April 19th, 2024

Probation ordered in dial-a-dope conviction


By Delon Shurtz - Lethbridge Herald on March 18, 2022.

LETHBRIDGE HERALDdshurtz@lethbridgeherald.com

A former Lethbridge woman caught in a police dial-a-dope bust has been handed a suspended sentence and placed on probation for 18 months.
Shelley Lynn Bevans, who now lives in Vancouver, B.C., pleaded guilty Thursday in Lethbridge provincial court to two counts of possession of the proceeds of crime, stemming from a police drug trafficking investigation in the summer of 2019.
On July 18 an undercover police officer, who had information from a confidential source about a dial-a-dope operation in Lethbridge, called a cellphone number known to be used by drug traffickers, and through text messages and conversations arranged to buy 0.8 grams of methamphetamine for $80. Bevans met the officer and had him drive her to a residence where she obtained the drugs.
Several days later the officer called the cellphone again, and arranged to buy 3.4 grams of meth for $200. Bevans conducted that transaction, as well.
Bevans, 53, was later charged with two counts of drug trafficking, but during her sentencing hearing Thursday, the Crown amended the charges to possession of the proceeds of crime under $5,000, to reflect the money she was paid for the drugs.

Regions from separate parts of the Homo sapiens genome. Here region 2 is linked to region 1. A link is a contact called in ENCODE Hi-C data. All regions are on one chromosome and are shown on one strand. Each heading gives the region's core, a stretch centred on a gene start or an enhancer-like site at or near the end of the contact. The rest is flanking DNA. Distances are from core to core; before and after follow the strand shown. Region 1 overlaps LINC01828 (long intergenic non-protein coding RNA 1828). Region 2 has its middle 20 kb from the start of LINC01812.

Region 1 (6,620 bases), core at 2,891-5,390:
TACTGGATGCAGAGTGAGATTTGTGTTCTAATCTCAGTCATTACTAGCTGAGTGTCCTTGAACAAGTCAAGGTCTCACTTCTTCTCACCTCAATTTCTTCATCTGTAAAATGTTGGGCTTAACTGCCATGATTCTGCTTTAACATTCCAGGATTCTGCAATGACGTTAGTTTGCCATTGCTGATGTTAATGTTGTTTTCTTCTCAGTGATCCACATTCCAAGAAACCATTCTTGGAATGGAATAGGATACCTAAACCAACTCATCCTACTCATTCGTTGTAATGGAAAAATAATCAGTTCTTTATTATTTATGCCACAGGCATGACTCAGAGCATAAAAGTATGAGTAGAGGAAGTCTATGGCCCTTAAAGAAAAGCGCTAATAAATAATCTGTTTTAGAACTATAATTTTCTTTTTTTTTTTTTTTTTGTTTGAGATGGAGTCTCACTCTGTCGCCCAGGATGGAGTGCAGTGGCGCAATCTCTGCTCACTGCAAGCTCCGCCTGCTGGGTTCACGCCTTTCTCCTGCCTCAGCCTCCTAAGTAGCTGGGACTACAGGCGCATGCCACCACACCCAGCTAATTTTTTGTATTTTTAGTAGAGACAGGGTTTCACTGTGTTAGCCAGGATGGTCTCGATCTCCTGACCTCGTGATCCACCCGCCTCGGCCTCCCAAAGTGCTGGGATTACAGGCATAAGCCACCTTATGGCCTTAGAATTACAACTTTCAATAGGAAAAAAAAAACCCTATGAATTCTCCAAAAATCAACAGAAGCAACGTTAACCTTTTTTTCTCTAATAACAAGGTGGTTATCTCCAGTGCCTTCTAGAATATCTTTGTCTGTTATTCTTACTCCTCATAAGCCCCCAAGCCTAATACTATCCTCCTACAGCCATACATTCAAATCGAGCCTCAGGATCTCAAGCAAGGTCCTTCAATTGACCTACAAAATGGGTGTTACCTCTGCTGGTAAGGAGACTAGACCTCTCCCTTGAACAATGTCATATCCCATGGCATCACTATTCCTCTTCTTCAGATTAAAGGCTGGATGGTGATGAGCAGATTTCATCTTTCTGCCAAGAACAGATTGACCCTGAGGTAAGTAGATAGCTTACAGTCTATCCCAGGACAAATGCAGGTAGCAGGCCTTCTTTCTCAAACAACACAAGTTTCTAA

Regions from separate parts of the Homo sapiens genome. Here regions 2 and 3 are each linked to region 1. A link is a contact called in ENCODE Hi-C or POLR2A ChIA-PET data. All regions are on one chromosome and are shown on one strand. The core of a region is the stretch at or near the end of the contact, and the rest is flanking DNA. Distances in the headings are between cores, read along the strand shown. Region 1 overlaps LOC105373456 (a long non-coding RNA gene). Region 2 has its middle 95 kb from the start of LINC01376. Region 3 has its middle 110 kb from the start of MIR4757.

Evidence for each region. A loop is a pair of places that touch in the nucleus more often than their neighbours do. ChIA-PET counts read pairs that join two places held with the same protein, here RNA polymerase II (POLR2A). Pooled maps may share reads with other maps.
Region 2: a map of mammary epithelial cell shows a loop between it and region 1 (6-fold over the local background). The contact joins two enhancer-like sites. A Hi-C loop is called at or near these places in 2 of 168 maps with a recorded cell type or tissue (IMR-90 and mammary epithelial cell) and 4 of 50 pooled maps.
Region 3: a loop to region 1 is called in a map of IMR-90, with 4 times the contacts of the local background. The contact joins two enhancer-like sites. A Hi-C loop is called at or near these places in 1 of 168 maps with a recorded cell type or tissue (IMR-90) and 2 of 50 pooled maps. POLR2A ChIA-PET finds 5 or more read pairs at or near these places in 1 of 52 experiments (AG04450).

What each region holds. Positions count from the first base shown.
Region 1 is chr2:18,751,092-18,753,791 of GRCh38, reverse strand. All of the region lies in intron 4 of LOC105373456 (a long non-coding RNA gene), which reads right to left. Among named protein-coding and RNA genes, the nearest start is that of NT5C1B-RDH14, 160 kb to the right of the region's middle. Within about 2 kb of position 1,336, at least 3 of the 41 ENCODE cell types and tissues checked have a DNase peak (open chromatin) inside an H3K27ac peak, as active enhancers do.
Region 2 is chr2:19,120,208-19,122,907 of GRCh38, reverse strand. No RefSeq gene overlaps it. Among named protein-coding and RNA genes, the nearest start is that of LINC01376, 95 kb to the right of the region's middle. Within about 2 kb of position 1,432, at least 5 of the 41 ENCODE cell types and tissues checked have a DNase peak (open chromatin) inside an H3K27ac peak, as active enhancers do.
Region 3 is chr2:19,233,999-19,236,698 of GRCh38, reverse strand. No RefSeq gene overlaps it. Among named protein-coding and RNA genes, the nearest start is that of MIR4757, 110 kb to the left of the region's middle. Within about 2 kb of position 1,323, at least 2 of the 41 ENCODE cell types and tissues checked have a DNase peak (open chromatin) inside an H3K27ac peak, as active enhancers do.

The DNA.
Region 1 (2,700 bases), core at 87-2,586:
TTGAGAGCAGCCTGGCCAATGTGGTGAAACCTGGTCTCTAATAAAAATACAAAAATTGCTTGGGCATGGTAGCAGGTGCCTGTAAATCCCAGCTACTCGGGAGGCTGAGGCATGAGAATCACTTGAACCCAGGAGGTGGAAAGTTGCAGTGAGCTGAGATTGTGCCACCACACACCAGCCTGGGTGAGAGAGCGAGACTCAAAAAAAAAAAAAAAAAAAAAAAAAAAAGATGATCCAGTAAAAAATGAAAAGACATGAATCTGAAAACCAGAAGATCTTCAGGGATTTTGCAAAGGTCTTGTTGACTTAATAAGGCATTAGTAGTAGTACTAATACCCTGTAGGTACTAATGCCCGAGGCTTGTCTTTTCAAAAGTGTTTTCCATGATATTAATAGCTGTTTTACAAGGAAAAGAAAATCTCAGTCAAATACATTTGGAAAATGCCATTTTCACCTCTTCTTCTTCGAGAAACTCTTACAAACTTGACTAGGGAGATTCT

Lethbridge lawyer Tracy Hembroff explained her client was addicted to drugs and was particularly vulnerable at the time.
“In our review of the file, there could have been some elements of duress here,” Hembroff suggested.
She said Bevans moved to Vancouver to be with her adult son, who is also a drug addict, and while she is currently receiving treatment for her own drug addiction, her years of drug abuse have taken their toll on her health, which requires ongoing medical attention.
“She has struggled immensely with drug addiction to the extent that it has probably affected every aspect off her life, both mental, respecting acuity and memory issues, and physical.”
Judge Erin Olsen agreed with the joint submission for a suspended sentence, and told Bevans that sentences for possession of the proceeds of crime can range from fines to jail and probation.
“I think your lawyer and the prosecutor have accomplished just the right attention to rehabilitation and to mercy, given the situation that you’re in and the priority that needs to be given to your medical care at this point in your life,” Olsen said.
During her period of probation, Bevans must reside at a specific address in Vancouver, and for the first nine months she is subject to a curfew from 10 p.m. to 6 a.m. every day. She is not to possess any weapons, and she must be assessed and take counselling as directed by her probation officer.

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